The Grateful Dead is studied in business schools. Founded in the tie-dyed ’60s, the band had a social network that long predated the Internet. Dedicated fans gathered outside concert venues hours before their shows to swap bootleg recordings of past performances. Those recordings contained nothing but the band’s intellectual property, and not pursuant to anything so corporate as a licensing agreement.
The band didn’t share in the proceeds, but neither did it hire lawyers to blast out intimidating cease-and-desist letters. Jerry Garcia and bandmates understood it was a good thing, something to be encouraged, that fans loved their music so much that they spontaneously expanded the market for it. Moreover, turning Dead concerts into joyous all-day carnivals only added value to the experience, at no cost to the band itself.
Business professor Barry Barnes told The Atlantic that the Dead’s relaxed attitude about bootleg recordings “was not entirely selfless: It reflected a shrewd assessment that tape sharing would widen their audience, a ban would be unenforceable, and anyone inclined to tape a show would probably spend money elsewhere, such as on merchandise or tickets.” Their business insight propelled the Dead, a group conspicuously short on hit singles, into the realm of the highest-grossing popular music acts in history.
Today there are business books about the Dead. University courses treat them as a case study. As someone with fond (if slightly hazy) memories of seeing the Dead in a California gym the better part of a lifetime ago, I can well believe values as much as calculation drove their decision-making. But that only shows good values can be good business.
An echo of the Dead’s approach to intellectual property law can be found in Netflix’s response to an unauthorized “Stranger Things”-themed pop-up bar in Chicago. In its letter, Netflix actually thanked the infringers for liking the show so much. It only asked that the bar’s run not be extended beyond its scheduled six weeks. And if the infringers wanted to do it again? Ask permission first, please.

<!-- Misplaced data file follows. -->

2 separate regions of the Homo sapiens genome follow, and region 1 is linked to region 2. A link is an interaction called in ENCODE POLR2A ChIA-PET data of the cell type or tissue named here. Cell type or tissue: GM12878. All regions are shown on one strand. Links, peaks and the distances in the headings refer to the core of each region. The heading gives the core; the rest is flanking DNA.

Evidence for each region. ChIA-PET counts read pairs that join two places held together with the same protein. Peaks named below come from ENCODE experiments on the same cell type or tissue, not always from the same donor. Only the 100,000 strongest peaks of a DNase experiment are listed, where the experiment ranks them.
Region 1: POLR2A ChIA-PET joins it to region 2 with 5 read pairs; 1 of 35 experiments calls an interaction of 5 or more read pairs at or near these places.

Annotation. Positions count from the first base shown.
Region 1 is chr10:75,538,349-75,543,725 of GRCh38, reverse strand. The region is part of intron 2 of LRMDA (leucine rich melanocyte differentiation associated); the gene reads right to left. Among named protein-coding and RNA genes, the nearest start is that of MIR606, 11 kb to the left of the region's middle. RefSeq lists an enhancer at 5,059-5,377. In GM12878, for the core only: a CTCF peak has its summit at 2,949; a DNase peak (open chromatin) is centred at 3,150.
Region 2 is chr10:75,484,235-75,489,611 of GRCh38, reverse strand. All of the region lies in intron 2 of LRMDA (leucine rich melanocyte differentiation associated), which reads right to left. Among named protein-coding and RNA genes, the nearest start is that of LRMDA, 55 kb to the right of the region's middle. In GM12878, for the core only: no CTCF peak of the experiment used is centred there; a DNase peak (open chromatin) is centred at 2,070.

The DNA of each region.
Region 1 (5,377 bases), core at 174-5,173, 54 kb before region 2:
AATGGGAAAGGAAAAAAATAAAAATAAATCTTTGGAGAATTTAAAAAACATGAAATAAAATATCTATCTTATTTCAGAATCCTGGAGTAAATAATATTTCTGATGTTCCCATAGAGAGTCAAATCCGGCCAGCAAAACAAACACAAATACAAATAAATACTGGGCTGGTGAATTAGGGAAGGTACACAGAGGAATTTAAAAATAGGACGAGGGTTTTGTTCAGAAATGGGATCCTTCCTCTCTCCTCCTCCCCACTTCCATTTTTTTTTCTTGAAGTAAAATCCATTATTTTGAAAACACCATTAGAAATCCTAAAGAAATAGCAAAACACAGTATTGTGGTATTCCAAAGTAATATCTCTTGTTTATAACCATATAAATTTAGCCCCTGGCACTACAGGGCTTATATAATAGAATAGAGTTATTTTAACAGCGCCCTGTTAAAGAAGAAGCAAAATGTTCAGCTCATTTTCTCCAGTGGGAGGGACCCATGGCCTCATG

As explained by the legal-gossip website Above the Law, Netflix understood that the bar was actually promoting the show, just as all those vendors of bootleg recordings were promoting the Grateful Dead. The network did include an implied threat if the stunt was pulled again, but even that was couched in a way designed to cement fan loyalty: “the Demogorgon is not always as forgiving. So please don’t make us call your mom.” (If you don’t know what a Demogorgon is, you have some binge watching to do.)
Contrast that to Aloha Poke, the recently-founded Chicago chain restaurant whose lawyers brought worldwide opprobrium onto the brand by sending a cease-and-desist letter to a far more authentic poke restaurant in Honolulu itself. The Midwesterners demanded that native Hawaiians stop using “Aloha” in the name of their restaurant. Reading about the controversy made me sorry the Chicago chain doesn’t have an Albuquerque branch, because I’d love to boycott it.
It’s easy for lawyers to think of protecting intellectual property as an end in itself. Certainly no lawyer wants to be responsible for a client losing valuable rights by failing to enforce them. But a trademark or copyright is valuable only to the extent it contributes to the success of the enterprise. The Dead and Netflix added value by acquiescing in limited infringements. Aloha Poke badly damaged its brand by doing what the law allowed.
Here in Albuquerque, many lawyers were watching to see what would happen when the Seasons 52 chain opened its restaurant in Coronado Center’s parking lot. Old Town’s Seasons Rotisserie and Grill has been around for years, and the newcomer had much in common with the old favorite: full bar, entrees from $20 to $35, elevated noise level. It looked like the ground was being cleared for a trademark donnybrook.
But Seasons 52 is owned by deep-pocketed Darden Restaurants, a Florida-based Fortune 500 corporation. And as a restaurant name, “Seasons,” with its modest pun, turns out to be common across the country. Every state seemingly has one. Lawyers for Darden, we can be sure, were confident they could win any trademark battle, if not by legal merit then by bleeding their opponent dry.
When life hands you lemons, as they say, make lemon-shallot beurre blanc sauce, or maybe we can tempt you with a housemade lemon-raspberry sorbet? Instead of fighting, the two restaurants jointly sponsored a full-page ad in the Journal, promoting themselves side by side, building their brands. Taking a non-antagonistic approach goes against the grain for many lawyers, and for competitive entrepreneurs, too, but sometimes it’s the secret to unlocking the full value of intellectual property.
Joel Jacobsen is an author and has recently retired from a 29-year legal career. If there are topics you would like to see covered in future columns, please write him at firstname.lastname@example.org.